The selection of an attorney to serve as a company’s general counsel can further a company’s business goals significantly if the selection is well considered and draws from a pool of candidates with demonstrated strengths for the role.
Prudential Begins a Convergence Program
Managing all environmental matters involving the real estate investments of a large insurance company requires considerable effort on the part of many individuals.
Constructing Standard Metrics of Your Law Department’s Value
Today’s corporate law department must not only manage the law-related affairs of its company well, it must also demonstrate to management’s satisfaction that it is doing just that.
Records Management And The Role Of The Law Department: Some Musings
The management of corporate records has received considerable attention since a series of corporate scandals that led to the enactment of the Sarbanes-Oxley Act of 2002.
Staffing Flexibility Addresses Client Needs and Delivers Greater Value
In their efforts to realize greater value from the work of their outside counterparts, many in-house lawyers have pursued convergence programs and otherwise restructured their use of external resources.
Maximizing The Utility Of Law Department Metrics
More and more law departments have used metrics more and more to manage the legal work entrusted to them. In that regard, it is useful to remember that the term covers two distinct types of metrics: “benchmarking” metrics and “internal” metrics. The first type consists of comparing one company’s processes or results to those of competitors or comparable organizations. The latter reviews the company’s own results periodically using the same or comparable data about the same processes in order to assess whether and how the company is improving those processes.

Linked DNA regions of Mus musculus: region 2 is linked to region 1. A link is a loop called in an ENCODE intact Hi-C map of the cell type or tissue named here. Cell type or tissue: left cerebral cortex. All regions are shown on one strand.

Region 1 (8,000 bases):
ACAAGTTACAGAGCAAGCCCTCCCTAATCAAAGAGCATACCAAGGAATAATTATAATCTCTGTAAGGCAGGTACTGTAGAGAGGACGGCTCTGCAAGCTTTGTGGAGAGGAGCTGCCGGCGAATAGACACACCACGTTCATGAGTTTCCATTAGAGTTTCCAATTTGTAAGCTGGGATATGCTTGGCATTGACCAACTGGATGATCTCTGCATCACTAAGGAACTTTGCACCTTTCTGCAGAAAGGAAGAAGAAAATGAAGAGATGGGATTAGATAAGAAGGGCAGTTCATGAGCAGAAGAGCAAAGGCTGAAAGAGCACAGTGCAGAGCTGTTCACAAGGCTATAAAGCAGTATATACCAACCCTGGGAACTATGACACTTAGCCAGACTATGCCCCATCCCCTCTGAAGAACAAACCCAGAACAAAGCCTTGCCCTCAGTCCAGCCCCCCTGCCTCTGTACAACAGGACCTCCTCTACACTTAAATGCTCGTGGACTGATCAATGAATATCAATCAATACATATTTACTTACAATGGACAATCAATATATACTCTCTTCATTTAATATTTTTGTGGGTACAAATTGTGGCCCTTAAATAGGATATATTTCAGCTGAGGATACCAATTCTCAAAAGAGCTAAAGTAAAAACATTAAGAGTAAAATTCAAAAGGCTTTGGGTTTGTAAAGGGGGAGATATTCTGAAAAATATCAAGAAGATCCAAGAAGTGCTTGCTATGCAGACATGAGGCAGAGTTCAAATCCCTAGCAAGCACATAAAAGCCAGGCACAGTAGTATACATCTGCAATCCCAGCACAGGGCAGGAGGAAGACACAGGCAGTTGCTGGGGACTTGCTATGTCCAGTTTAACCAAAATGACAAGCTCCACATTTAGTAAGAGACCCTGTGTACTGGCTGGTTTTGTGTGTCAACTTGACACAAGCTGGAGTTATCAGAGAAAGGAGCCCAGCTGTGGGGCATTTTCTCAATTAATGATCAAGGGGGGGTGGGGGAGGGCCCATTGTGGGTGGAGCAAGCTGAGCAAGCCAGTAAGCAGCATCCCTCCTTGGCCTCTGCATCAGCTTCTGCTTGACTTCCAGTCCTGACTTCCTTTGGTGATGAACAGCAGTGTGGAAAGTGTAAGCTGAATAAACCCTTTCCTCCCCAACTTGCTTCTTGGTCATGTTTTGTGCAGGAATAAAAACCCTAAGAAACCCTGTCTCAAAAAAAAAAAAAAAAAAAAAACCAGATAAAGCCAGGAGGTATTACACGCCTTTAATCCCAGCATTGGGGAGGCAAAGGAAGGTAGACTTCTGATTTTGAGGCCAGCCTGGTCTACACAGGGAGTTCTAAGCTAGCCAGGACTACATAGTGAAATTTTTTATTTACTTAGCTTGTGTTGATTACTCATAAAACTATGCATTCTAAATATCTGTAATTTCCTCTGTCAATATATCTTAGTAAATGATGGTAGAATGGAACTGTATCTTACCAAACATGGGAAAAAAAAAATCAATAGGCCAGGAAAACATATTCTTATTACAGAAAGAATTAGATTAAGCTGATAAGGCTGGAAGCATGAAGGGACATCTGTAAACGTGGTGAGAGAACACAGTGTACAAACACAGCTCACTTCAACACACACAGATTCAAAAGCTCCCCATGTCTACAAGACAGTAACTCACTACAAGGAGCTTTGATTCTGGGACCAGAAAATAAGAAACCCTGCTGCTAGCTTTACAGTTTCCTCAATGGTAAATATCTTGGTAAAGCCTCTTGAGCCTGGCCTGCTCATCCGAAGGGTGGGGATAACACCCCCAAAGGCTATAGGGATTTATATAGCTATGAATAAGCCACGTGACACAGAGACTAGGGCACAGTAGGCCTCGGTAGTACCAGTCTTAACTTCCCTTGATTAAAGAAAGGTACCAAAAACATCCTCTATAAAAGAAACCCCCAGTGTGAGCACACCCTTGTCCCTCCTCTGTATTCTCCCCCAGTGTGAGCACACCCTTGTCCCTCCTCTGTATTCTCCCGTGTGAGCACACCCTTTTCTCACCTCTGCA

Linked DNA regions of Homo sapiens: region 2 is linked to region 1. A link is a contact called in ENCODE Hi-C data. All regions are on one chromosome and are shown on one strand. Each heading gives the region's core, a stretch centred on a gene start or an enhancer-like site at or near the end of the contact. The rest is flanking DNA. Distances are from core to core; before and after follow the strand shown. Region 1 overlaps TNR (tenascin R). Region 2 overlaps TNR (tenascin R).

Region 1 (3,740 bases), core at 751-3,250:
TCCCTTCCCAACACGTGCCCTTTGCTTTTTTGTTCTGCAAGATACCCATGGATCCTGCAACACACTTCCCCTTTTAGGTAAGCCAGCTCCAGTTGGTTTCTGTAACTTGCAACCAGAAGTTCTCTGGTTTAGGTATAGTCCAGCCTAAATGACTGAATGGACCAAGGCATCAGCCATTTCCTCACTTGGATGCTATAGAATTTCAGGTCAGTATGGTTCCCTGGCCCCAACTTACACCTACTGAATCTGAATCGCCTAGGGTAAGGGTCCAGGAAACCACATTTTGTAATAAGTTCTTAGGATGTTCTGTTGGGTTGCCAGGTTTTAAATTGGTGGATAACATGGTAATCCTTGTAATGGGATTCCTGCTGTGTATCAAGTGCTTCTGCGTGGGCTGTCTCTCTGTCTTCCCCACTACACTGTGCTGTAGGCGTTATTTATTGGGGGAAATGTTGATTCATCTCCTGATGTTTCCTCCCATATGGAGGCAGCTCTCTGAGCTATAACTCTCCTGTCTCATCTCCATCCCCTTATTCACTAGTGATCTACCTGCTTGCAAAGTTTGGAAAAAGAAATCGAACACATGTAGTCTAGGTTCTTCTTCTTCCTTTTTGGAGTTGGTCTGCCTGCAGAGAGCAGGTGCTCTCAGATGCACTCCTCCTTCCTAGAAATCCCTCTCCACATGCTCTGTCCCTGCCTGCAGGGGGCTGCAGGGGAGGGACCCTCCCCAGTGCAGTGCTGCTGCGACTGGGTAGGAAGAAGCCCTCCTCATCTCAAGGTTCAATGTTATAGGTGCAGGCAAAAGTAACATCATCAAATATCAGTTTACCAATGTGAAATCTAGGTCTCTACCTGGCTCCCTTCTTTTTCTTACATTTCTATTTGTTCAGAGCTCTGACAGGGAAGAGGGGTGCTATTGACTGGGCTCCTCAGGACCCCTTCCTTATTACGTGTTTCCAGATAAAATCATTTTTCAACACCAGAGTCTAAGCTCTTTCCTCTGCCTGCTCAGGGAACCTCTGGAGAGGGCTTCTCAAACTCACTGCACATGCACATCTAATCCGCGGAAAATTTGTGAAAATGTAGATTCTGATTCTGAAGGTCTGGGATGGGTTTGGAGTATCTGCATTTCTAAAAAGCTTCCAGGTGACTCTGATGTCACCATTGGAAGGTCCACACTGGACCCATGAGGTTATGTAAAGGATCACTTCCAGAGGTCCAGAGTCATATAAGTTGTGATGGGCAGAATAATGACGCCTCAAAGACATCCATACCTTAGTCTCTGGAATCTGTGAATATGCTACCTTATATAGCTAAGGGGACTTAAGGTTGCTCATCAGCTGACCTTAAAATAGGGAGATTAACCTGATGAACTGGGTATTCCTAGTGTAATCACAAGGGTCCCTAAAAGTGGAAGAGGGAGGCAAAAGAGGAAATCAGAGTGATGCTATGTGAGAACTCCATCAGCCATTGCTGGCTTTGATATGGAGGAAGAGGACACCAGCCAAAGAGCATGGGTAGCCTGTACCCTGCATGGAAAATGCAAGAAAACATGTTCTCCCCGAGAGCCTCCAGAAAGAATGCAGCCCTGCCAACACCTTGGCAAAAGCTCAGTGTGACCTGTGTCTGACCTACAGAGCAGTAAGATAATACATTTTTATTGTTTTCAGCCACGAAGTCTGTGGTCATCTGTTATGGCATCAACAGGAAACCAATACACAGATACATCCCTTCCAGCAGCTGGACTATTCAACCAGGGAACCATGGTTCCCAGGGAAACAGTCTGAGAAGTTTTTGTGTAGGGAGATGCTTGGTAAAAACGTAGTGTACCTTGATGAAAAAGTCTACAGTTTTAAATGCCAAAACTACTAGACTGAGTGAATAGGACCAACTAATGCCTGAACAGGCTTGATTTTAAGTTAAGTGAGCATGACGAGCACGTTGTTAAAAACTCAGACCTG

Incorporating Value into the Strategic Planning Process
Strategic planning can serve a law department well by illustrating the various types of work it does and manages for its internal clients, the internal and external resources available to it for that purpose, and how it expects to deploy those resources so as to maximize the benefit for the company. In order to develop a strategic plan that achieves that goal and does so in a manner consistent with those clients’ views regarding the lawyers and the legal service, the in-house lawyers should endeavor to engage those clients in discussions about value as it relates to that legal service. How much legal service do they want or need and how do they believe that it can most readily assist them to achieve their business objectives? These and other questions related to value should animate those discussions and, ultimately, the plan.
The Need to Secure Agreement with the Client about the Definition of Value
Ultimately, a corporate law department serves the corporate interest as enunciated by corporate management, or else it (the department) will not have a place in the corporate entity for long. Consequently, the in-house lawyers should ensure that they create value for the organization and that they communicate that to management. To do so effectively, they need to speak the same language as management. They need to secure an agreement with management on terms that can convey that value proposition in understandable terms.